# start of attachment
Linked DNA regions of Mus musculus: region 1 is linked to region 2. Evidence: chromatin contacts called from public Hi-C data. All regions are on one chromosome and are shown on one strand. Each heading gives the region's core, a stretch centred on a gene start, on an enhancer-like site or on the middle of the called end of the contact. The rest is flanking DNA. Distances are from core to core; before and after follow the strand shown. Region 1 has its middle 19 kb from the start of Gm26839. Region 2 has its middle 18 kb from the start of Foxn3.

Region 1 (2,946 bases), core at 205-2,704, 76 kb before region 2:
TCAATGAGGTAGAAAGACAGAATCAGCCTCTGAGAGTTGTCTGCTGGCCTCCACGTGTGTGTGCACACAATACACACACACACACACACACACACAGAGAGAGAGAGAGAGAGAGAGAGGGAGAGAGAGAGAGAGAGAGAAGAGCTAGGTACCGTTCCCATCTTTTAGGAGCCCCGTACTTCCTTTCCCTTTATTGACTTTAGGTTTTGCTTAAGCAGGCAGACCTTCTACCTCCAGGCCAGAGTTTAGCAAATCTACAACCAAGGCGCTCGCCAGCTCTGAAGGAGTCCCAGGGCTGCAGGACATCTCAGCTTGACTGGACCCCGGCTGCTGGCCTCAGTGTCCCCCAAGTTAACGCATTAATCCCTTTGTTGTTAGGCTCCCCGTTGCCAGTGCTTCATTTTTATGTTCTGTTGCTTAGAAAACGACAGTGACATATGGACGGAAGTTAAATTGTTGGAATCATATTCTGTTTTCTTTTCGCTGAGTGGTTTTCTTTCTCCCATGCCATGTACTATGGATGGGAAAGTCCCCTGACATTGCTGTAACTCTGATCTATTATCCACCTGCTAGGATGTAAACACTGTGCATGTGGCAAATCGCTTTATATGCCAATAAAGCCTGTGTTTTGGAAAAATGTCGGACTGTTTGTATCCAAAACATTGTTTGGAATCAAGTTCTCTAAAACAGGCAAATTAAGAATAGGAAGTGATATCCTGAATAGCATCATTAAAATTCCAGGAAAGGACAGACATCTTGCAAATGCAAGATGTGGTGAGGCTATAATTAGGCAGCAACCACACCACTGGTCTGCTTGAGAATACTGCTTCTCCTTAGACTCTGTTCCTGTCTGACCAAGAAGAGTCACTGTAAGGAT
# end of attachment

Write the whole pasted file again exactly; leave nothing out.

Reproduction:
Linked DNA regions of Mus musculus: region 1 is linked to region 2. Evidence: chromatin contacts called from public Hi-C data. All regions are on one chromosome and are shown on one strand. Each heading gives the region's core, a stretch centred on a gene start, on an enhancer-like site or on the middle of the called end of the contact. The rest is flanking DNA. Distances are from core to core; before and after follow the strand shown. Region 1 has its middle 19 kb from the start of Gm26839. Region 2 has its middle 18 kb from the start of Foxn3.

Region 1 (2,946 bases), core at 205-2,704, 76 kb before region 2:
TCAATGAGGTAGAAAGACAGAATCAGCCTCTGAGAGTTGTCTGCTGGCCTCCACGTGTGTGTGCACACAATACACACACACACACACACACACACAGAGAGAGAGAGAGAGAGAGAGAGGGAGAGAGAGAGAGAGAGAGAAGAGCTAGGTACCGTTCCCATCTTTTAGGAGCCCCGTACTTCCTTTCCCTTTATTGACTTTAGGTTTTGCTTAAGCAGGCAGACCTTCTACCTCCAGGCCAGAGTTTAGCAAATCTACAACCAAGGCGCTCGCCAGCTCTGAAGGAGTCCCAGGGCTGCAGGACATCTCAGCTTGACTGGACCCCGGCTGCTGGCCTCAGTGTCCCCCAAGTTAACGCATTAATCCCTTTGTTGTTAGGCTCCCCGTTGCCAGTGCTTCATTTTTATGTTCTGTTGCTTAGAAAACGACAGTGACATATGGACGGAAGTTAAATTGTTGGAATCATATTCTGTTTTCTTTTCGCTGAGTGGTTTTCTTTCTCCCATGCCATGTACTATGGATGGGAAAGTCCCCTGACATTGCTGTAACTCTGATCTATTATCCACCTGCTAGGATGTAAACACTGTGCATGTGGCAAATCGCTTTATATGCCAATAAAGCCTGTGTTTTGGAAAAATGTCGGACTGTTTGTATCCAAAACATTGTTTGGAATCAAGTTCTCTAAAACAGGCAAATTAAGAATAGGAAGTGATATCCTGAATAGCATCATTAAAATTCCAGGAAAGGACAGACATCTTGCAAATGCAAGATGTGGTGAGGCTATAATTAGGCAGCAACCACACCACTGGTCTGCTTGAGAATACTGCTTCTCCTTAGACTCTGTTCCTGTCTGACCAAGAAGAGTCACTGTAAGGAT